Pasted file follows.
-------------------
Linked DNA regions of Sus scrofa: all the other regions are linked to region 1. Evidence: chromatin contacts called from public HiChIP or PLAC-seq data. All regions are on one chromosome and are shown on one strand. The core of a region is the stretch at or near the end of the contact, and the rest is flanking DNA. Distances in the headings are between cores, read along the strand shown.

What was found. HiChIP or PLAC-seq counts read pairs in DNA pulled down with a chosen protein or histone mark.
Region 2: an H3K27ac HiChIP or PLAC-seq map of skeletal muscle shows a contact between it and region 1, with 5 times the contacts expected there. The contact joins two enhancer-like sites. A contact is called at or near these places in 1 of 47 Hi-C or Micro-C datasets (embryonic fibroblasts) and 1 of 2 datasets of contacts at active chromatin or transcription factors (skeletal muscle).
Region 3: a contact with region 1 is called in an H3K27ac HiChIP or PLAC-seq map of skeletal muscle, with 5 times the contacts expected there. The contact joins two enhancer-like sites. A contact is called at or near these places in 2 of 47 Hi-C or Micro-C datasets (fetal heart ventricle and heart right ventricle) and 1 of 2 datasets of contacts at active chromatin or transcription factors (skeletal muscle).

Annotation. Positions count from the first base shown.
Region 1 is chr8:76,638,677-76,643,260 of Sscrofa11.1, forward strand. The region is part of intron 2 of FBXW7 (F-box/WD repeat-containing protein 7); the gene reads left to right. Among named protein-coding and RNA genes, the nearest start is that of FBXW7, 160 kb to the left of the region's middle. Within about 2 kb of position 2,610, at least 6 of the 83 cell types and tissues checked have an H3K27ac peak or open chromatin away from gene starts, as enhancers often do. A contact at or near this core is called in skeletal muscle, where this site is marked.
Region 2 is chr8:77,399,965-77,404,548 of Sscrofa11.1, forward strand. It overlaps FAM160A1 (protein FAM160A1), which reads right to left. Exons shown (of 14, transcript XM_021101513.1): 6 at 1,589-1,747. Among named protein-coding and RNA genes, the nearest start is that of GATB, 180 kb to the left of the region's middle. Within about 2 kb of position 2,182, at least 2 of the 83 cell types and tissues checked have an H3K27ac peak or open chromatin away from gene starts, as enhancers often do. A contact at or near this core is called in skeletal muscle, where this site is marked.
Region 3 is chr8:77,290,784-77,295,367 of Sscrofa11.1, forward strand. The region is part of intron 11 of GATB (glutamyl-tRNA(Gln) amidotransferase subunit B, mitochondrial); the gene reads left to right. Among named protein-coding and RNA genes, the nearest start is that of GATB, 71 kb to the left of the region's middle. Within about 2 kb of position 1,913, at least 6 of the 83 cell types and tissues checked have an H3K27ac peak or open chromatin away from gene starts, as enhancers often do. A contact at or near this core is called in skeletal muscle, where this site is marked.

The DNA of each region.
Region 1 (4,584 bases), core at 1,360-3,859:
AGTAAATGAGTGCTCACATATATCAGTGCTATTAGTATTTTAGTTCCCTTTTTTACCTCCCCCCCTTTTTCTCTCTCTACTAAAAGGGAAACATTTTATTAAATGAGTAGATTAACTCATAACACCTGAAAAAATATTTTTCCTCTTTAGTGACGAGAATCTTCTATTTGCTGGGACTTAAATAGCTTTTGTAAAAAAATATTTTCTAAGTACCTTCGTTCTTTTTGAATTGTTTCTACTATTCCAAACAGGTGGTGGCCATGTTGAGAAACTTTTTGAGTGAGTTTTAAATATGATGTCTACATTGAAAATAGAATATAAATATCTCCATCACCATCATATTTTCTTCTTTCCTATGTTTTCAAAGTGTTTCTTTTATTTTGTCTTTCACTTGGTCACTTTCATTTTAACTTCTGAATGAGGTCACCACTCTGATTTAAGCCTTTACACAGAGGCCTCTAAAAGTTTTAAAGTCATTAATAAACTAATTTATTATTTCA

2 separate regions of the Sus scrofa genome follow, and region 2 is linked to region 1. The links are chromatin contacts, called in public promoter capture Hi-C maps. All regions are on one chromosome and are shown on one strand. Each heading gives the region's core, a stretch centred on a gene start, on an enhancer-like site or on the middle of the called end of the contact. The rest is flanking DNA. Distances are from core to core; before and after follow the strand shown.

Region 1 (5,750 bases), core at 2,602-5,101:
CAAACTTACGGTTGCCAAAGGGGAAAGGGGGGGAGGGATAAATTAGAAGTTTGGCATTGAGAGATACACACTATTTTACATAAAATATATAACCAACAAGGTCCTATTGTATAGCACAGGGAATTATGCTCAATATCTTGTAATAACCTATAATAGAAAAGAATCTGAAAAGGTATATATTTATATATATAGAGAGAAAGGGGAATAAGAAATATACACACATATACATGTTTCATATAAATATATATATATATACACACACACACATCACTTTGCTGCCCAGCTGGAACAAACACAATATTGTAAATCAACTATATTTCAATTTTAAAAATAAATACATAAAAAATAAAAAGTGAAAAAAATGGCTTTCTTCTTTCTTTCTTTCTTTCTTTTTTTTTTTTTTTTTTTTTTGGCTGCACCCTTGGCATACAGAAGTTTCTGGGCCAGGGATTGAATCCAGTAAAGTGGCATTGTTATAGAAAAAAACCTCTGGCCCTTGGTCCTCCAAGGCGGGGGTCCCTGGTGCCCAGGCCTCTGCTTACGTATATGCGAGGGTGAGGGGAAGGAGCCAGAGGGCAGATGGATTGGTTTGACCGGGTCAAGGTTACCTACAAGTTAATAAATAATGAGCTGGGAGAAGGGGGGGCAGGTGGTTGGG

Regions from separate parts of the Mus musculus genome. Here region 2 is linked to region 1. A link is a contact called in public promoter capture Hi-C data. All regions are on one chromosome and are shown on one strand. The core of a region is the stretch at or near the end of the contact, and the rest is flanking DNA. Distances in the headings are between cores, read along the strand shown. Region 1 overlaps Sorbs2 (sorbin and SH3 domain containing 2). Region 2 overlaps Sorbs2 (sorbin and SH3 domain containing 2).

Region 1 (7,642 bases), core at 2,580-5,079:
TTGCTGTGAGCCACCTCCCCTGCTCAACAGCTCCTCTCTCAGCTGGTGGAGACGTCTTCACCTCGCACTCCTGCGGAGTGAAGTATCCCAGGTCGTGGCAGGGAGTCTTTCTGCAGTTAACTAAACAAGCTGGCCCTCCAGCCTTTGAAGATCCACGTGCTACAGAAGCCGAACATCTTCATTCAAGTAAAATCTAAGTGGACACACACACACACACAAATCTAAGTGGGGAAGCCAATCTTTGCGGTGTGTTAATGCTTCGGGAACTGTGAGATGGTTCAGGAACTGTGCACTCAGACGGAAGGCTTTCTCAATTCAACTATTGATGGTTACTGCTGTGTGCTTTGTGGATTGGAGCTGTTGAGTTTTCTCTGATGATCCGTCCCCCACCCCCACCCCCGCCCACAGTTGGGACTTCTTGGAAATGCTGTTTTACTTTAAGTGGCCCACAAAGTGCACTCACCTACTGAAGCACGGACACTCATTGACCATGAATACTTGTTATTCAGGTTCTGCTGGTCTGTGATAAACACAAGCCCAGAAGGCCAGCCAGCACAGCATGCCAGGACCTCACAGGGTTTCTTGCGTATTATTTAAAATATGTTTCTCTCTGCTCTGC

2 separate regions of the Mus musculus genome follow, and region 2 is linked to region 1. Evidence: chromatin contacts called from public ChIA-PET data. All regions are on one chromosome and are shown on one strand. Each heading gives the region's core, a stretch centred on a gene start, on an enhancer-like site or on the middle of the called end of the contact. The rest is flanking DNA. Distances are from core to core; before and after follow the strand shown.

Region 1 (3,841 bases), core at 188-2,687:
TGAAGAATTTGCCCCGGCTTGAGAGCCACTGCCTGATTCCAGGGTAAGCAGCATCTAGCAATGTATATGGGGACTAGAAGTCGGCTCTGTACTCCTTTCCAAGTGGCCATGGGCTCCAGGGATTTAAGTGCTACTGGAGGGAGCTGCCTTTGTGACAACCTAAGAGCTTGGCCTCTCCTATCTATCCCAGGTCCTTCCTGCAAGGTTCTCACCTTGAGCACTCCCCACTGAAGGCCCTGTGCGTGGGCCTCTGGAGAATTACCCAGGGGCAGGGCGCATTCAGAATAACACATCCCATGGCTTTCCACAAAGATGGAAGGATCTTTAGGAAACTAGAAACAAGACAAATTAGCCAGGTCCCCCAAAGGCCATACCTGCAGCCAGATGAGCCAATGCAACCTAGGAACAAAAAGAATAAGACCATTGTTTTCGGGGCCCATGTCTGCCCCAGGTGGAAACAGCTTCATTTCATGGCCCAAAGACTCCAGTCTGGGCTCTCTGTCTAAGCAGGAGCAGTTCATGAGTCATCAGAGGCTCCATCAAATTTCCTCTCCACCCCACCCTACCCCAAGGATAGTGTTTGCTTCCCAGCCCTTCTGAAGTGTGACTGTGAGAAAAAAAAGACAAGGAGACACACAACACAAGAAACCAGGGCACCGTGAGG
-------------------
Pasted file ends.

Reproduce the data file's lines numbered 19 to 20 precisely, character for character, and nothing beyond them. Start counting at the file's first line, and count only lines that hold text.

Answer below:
Region 1 (3,841 bases), core at 188-2,687:
TGAAGAATTTGCCCCGGCTTGAGAGCCACTGCCTGATTCCAGGGTAAGCAGCATCTAGCAATGTATATGGGGACTAGAAGTCGGCTCTGTACTCCTTTCCAAGTGGCCATGGGCTCCAGGGATTTAAGTGCTACTGGAGGGAGCTGCCTTTGTGACAACCTAAGAGCTTGGCCTCTCCTATCTATCCCAGGTCCTTCCTGCAAGGTTCTCACCTTGAGCACTCCCCACTGAAGGCCCTGTGCGTGGGCCTCTGGAGAATTACCCAGGGGCAGGGCGCATTCAGAATAACACATCCCATGGCTTTCCACAAAGATGGAAGGATCTTTAGGAAACTAGAAACAAGACAAATTAGCCAGGTCCCCCAAAGGCCATACCTGCAGCCAGATGAGCCAATGCAACCTAGGAACAAAAAGAATAAGACCATTGTTTTCGGGGCCCATGTCTGCCCCAGGTGGAAACAGCTTCATTTCATGGCCCAAAGACTCCAGTCTGGGCTCTCTGTCTAAGCAGGAGCAGTTCATGAGTCATCAGAGGCTCCATCAAATTTCCTCTCCACCCCACCCTACCCCAAGGATAGTGTTTGCTTCCCAGCCCTTCTGAAGTGTGACTGTGAGAAAAAAAAGACAAGGAGACACACAACACAAGAAACCAGGGCACCGTGAGG